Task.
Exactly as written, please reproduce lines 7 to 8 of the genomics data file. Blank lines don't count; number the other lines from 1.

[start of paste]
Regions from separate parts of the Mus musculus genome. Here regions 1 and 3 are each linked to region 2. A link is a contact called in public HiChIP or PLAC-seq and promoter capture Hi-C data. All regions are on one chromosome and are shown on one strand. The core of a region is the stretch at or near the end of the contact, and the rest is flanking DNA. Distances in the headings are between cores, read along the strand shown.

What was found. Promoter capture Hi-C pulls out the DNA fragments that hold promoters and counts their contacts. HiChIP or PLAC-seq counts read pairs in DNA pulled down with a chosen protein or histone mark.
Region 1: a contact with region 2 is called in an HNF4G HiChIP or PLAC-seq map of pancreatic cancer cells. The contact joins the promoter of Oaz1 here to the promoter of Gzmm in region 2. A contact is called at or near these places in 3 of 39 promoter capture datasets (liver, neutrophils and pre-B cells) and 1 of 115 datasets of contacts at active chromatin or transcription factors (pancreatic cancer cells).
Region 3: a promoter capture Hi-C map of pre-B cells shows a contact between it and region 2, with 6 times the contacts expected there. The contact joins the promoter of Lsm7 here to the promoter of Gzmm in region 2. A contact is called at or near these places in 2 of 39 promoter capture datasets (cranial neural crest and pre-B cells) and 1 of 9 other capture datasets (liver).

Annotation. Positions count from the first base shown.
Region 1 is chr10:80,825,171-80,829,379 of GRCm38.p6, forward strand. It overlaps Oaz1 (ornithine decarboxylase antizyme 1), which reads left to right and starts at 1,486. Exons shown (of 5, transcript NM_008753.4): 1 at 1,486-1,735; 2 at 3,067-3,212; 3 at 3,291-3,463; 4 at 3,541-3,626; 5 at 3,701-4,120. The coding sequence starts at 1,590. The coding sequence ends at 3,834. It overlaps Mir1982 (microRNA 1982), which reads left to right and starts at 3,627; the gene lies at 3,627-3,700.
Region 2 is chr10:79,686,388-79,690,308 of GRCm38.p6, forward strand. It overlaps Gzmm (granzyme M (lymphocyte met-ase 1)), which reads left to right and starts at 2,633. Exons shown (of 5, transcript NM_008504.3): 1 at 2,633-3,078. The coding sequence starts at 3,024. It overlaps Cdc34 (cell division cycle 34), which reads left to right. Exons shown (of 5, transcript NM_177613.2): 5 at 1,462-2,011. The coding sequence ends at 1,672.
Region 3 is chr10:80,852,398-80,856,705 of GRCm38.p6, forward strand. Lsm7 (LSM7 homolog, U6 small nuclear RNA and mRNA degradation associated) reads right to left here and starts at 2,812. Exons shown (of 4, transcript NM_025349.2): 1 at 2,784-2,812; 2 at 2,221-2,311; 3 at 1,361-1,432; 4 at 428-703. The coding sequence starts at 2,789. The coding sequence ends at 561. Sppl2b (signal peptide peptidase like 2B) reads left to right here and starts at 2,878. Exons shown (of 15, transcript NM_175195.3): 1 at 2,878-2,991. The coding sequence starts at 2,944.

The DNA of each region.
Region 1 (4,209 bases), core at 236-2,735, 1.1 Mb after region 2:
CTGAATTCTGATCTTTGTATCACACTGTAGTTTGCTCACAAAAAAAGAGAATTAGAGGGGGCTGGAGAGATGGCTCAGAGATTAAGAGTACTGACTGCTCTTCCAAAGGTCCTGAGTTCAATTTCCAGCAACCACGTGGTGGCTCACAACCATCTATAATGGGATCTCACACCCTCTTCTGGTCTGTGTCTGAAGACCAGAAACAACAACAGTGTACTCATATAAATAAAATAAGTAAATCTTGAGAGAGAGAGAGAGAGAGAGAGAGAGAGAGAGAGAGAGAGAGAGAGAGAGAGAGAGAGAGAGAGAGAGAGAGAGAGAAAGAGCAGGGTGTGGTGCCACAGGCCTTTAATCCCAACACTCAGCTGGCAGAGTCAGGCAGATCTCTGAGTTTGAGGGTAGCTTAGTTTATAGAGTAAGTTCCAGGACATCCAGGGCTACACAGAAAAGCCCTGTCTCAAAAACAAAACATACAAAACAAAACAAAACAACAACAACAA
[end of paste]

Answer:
Region 2 is chr10:79,686,388-79,690,308 of GRCm38.p6, forward strand. It overlaps Gzmm (granzyme M (lymphocyte met-ase 1)), which reads left to right and starts at 2,633. Exons shown (of 5, transcript NM_008504.3): 1 at 2,633-3,078. The coding sequence starts at 3,024. It overlaps Cdc34 (cell division cycle 34), which reads left to right. Exons shown (of 5, transcript NM_177613.2): 5 at 1,462-2,011. The coding sequence ends at 1,672.
Region 3 is chr10:80,852,398-80,856,705 of GRCm38.p6, forward strand. Lsm7 (LSM7 homolog, U6 small nuclear RNA and mRNA degradation associated) reads right to left here and starts at 2,812. Exons shown (of 4, transcript NM_025349.2): 1 at 2,784-2,812; 2 at 2,221-2,311; 3 at 1,361-1,432; 4 at 428-703. The coding sequence starts at 2,789. The coding sequence ends at 561. Sppl2b (signal peptide peptidase like 2B) reads left to right here and starts at 2,878. Exons shown (of 15, transcript NM_175195.3): 1 at 2,878-2,991. The coding sequence starts at 2,944.